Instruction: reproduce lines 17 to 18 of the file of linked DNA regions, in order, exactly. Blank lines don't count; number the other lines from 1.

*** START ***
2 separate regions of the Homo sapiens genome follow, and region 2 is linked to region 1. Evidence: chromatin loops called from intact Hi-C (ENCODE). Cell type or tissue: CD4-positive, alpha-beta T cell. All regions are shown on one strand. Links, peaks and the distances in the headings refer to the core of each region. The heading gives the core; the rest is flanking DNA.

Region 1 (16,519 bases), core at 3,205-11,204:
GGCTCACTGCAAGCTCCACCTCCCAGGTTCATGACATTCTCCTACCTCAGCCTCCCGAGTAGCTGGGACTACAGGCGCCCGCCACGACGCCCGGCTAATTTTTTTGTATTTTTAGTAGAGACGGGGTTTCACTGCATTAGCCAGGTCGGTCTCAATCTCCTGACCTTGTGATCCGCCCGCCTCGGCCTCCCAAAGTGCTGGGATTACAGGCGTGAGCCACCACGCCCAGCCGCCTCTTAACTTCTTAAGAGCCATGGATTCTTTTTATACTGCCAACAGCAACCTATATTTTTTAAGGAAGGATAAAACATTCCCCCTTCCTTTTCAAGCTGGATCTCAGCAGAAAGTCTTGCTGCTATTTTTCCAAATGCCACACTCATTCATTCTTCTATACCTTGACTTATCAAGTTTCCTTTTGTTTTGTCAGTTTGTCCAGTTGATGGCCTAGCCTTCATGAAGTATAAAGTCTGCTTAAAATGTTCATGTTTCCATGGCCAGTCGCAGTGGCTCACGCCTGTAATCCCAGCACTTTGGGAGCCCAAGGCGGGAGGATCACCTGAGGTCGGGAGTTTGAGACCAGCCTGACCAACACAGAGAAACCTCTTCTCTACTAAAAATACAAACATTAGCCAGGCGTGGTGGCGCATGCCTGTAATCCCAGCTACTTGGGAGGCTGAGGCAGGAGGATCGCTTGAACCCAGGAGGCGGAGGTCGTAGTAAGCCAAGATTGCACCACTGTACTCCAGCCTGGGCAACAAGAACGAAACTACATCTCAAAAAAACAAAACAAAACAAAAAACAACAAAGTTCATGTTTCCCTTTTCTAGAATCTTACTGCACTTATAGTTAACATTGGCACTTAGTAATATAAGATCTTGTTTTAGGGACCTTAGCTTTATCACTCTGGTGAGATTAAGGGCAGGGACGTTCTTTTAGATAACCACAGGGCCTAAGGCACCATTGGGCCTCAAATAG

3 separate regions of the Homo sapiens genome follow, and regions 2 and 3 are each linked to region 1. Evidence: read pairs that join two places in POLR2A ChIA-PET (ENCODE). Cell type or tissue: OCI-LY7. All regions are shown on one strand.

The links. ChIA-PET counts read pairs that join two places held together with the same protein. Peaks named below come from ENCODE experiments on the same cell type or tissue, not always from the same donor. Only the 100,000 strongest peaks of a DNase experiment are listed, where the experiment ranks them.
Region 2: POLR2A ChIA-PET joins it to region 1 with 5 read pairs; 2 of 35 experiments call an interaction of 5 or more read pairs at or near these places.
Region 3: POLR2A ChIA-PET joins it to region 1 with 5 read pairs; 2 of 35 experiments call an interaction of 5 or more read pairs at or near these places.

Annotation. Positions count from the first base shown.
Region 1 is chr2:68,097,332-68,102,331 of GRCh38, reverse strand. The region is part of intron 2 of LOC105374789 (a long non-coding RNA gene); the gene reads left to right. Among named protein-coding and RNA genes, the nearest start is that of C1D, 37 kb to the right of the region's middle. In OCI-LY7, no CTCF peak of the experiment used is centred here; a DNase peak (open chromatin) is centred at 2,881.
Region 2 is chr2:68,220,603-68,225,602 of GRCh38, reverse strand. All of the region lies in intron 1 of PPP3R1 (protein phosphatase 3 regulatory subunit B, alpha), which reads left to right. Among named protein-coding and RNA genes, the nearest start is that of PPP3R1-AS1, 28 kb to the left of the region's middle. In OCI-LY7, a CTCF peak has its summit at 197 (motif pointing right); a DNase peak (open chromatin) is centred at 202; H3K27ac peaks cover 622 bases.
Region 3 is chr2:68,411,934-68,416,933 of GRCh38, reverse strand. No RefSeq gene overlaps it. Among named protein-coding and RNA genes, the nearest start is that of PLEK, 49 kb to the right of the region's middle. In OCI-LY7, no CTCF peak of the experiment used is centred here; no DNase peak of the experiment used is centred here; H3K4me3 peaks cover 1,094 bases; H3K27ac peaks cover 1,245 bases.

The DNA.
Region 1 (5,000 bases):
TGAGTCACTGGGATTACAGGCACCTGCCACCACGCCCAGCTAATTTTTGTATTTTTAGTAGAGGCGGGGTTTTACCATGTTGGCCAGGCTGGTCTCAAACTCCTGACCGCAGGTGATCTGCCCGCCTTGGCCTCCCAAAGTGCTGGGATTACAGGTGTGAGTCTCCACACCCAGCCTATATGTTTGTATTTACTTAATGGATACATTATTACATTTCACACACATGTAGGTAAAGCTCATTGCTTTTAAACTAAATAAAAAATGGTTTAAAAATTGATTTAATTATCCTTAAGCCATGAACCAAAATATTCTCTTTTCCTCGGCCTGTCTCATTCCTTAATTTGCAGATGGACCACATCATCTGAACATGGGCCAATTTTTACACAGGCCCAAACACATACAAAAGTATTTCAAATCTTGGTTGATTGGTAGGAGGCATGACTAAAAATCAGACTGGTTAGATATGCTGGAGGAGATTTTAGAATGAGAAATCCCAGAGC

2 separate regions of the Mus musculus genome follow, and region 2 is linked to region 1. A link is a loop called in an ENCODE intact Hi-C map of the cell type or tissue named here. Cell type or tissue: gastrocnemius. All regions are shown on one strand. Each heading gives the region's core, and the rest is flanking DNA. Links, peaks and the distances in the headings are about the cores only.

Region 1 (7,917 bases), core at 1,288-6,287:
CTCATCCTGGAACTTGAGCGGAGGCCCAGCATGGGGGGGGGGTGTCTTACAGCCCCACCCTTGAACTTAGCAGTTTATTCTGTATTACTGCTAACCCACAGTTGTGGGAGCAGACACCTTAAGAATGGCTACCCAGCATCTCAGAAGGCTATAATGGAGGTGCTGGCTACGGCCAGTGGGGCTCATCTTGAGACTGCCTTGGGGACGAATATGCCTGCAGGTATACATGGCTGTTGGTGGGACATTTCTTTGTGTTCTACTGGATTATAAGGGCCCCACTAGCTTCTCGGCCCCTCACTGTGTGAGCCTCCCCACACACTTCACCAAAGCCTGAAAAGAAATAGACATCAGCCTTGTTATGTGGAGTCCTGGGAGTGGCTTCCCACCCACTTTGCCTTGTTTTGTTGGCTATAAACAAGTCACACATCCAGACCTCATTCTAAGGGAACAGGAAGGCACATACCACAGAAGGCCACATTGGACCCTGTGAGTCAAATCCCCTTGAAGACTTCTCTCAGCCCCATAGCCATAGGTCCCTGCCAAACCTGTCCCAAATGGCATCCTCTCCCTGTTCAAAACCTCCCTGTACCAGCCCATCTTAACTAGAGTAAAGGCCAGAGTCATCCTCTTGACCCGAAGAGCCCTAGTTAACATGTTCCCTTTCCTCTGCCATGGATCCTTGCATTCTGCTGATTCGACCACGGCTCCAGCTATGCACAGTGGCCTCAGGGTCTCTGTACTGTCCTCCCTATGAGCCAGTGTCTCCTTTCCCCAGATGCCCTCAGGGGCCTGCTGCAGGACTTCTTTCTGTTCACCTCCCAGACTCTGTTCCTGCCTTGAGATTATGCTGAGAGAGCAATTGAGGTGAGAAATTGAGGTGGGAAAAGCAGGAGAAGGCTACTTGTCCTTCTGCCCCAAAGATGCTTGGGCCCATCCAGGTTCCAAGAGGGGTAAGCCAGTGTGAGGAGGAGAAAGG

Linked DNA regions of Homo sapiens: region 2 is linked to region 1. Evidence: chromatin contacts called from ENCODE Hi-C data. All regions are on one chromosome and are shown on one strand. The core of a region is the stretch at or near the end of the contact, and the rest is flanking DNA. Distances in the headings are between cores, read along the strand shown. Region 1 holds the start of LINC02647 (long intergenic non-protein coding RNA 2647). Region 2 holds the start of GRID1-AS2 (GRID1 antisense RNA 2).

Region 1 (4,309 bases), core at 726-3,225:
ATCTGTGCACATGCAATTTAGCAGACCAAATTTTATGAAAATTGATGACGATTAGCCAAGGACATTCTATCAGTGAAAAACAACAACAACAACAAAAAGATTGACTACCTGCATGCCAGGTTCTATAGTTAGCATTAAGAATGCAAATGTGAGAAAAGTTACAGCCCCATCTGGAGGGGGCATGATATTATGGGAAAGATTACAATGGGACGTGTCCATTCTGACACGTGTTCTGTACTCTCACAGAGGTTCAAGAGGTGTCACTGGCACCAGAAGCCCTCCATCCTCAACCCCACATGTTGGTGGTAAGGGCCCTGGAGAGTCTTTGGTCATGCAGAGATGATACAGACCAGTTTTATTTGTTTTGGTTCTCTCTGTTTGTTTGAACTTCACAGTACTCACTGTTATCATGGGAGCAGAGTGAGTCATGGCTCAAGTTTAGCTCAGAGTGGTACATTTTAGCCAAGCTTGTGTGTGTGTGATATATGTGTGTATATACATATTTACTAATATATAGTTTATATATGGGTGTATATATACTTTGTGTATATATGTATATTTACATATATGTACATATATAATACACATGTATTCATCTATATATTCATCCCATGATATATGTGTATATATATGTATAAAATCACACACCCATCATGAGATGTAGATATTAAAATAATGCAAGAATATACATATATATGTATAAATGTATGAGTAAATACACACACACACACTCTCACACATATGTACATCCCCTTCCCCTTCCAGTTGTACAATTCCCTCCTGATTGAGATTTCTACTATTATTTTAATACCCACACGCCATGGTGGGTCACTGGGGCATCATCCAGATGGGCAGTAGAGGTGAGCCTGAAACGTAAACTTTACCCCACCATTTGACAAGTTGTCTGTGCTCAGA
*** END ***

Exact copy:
CTCATCCTGGAACTTGAGCGGAGGCCCAGCATGGGGGGGGGGTGTCTTACAGCCCCACCCTTGAACTTAGCAGTTTATTCTGTATTACTGCTAACCCACAGTTGTGGGAGCAGACACCTTAAGAATGGCTACCCAGCATCTCAGAAGGCTATAATGGAGGTGCTGGCTACGGCCAGTGGGGCTCATCTTGAGACTGCCTTGGGGACGAATATGCCTGCAGGTATACATGGCTGTTGGTGGGACATTTCTTTGTGTTCTACTGGATTATAAGGGCCCCACTAGCTTCTCGGCCCCTCACTGTGTGAGCCTCCCCACACACTTCACCAAAGCCTGAAAAGAAATAGACATCAGCCTTGTTATGTGGAGTCCTGGGAGTGGCTTCCCACCCACTTTGCCTTGTTTTGTTGGCTATAAACAAGTCACACATCCAGACCTCATTCTAAGGGAACAGGAAGGCACATACCACAGAAGGCCACATTGGACCCTGTGAGTCAAATCCCCTTGAAGACTTCTCTCAGCCCCATAGCCATAGGTCCCTGCCAAACCTGTCCCAAATGGCATCCTCTCCCTGTTCAAAACCTCCCTGTACCAGCCCATCTTAACTAGAGTAAAGGCCAGAGTCATCCTCTTGACCCGAAGAGCCCTAGTTAACATGTTCCCTTTCCTCTGCCATGGATCCTTGCATTCTGCTGATTCGACCACGGCTCCAGCTATGCACAGTGGCCTCAGGGTCTCTGTACTGTCCTCCCTATGAGCCAGTGTCTCCTTTCCCCAGATGCCCTCAGGGGCCTGCTGCAGGACTTCTTTCTGTTCACCTCCCAGACTCTGTTCCTGCCTTGAGATTATGCTGAGAGAGCAATTGAGGTGAGAAATTGAGGTGGGAAAAGCAGGAGAAGGCTACTTGTCCTTCTGCCCCAAAGATGCTTGGGCCCATCCAGGTTCCAAGAGGGGTAAGCCAGTGTGAGGAGGAGAAAGG

Linked DNA regions of Homo sapiens: region 2 is linked to region 1. Evidence: chromatin contacts called from ENCODE Hi-C data. All regions are on one chromosome and are shown on one strand. The core of a region is the stretch at or near the end of the contact, and the rest is flanking DNA. Distances in the headings are between cores, read along the strand shown. Region 1 holds the start of LINC02647 (long intergenic non-protein coding RNA 2647). Region 2 holds the start of GRID1-AS2 (GRID1 antisense RNA 2).